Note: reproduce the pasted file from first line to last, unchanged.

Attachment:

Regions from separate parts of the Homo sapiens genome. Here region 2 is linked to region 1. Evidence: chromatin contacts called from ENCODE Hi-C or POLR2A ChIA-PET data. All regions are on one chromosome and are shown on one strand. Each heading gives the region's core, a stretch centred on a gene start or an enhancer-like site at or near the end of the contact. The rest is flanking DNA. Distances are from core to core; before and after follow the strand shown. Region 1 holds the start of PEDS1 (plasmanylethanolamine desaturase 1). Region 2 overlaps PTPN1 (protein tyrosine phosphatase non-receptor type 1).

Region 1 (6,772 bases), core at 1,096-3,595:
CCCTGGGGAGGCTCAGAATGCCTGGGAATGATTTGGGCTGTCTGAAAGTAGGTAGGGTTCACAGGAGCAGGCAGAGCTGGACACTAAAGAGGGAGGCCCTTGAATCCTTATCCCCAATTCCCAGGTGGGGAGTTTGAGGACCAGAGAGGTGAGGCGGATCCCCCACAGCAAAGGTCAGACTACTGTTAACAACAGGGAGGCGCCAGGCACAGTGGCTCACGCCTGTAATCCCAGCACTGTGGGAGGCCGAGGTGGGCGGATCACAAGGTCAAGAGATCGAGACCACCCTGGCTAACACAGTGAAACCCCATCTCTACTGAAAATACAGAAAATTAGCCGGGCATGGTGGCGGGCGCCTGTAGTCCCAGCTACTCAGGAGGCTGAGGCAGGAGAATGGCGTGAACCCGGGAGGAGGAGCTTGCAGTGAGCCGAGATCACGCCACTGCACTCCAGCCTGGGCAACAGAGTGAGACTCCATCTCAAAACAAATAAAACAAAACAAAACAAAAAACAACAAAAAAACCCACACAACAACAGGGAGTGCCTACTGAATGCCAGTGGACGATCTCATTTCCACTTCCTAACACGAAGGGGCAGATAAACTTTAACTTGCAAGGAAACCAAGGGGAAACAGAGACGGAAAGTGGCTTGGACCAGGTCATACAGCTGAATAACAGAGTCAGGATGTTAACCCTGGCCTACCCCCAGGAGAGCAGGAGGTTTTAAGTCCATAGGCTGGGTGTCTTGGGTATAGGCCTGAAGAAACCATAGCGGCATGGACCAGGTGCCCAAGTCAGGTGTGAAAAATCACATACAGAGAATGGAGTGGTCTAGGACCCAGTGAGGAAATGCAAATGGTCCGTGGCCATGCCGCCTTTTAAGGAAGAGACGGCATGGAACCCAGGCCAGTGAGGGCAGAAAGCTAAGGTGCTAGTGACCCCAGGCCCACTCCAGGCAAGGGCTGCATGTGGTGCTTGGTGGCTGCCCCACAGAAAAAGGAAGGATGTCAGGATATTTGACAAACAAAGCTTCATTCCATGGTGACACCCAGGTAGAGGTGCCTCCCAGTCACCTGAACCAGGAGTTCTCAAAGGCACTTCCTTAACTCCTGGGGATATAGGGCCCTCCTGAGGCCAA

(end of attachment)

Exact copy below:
Regions from separate parts of the Homo sapiens genome. Here region 2 is linked to region 1. Evidence: chromatin contacts called from ENCODE Hi-C or POLR2A ChIA-PET data. All regions are on one chromosome and are shown on one strand. Each heading gives the region's core, a stretch centred on a gene start or an enhancer-like site at or near the end of the contact. The rest is flanking DNA. Distances are from core to core; before and after follow the strand shown. Region 1 holds the start of PEDS1 (plasmanylethanolamine desaturase 1). Region 2 overlaps PTPN1 (protein tyrosine phosphatase non-receptor type 1).

Region 1 (6,772 bases), core at 1,096-3,595:
CCCTGGGGAGGCTCAGAATGCCTGGGAATGATTTGGGCTGTCTGAAAGTAGGTAGGGTTCACAGGAGCAGGCAGAGCTGGACACTAAAGAGGGAGGCCCTTGAATCCTTATCCCCAATTCCCAGGTGGGGAGTTTGAGGACCAGAGAGGTGAGGCGGATCCCCCACAGCAAAGGTCAGACTACTGTTAACAACAGGGAGGCGCCAGGCACAGTGGCTCACGCCTGTAATCCCAGCACTGTGGGAGGCCGAGGTGGGCGGATCACAAGGTCAAGAGATCGAGACCACCCTGGCTAACACAGTGAAACCCCATCTCTACTGAAAATACAGAAAATTAGCCGGGCATGGTGGCGGGCGCCTGTAGTCCCAGCTACTCAGGAGGCTGAGGCAGGAGAATGGCGTGAACCCGGGAGGAGGAGCTTGCAGTGAGCCGAGATCACGCCACTGCACTCCAGCCTGGGCAACAGAGTGAGACTCCATCTCAAAACAAATAAAACAAAACAAAACAAAAAACAACAAAAAAACCCACACAACAACAGGGAGTGCCTACTGAATGCCAGTGGACGATCTCATTTCCACTTCCTAACACGAAGGGGCAGATAAACTTTAACTTGCAAGGAAACCAAGGGGAAACAGAGACGGAAAGTGGCTTGGACCAGGTCATACAGCTGAATAACAGAGTCAGGATGTTAACCCTGGCCTACCCCCAGGAGAGCAGGAGGTTTTAAGTCCATAGGCTGGGTGTCTTGGGTATAGGCCTGAAGAAACCATAGCGGCATGGACCAGGTGCCCAAGTCAGGTGTGAAAAATCACATACAGAGAATGGAGTGGTCTAGGACCCAGTGAGGAAATGCAAATGGTCCGTGGCCATGCCGCCTTTTAAGGAAGAGACGGCATGGAACCCAGGCCAGTGAGGGCAGAAAGCTAAGGTGCTAGTGACCCCAGGCCCACTCCAGGCAAGGGCTGCATGTGGTGCTTGGTGGCTGCCCCACAGAAAAAGGAAGGATGTCAGGATATTTGACAAACAAAGCTTCATTCCATGGTGACACCCAGGTAGAGGTGCCTCCCAGTCACCTGAACCAGGAGTTCTCAAAGGCACTTCCTTAACTCCTGGGGATATAGGGCCCTCCTGAGGCCAA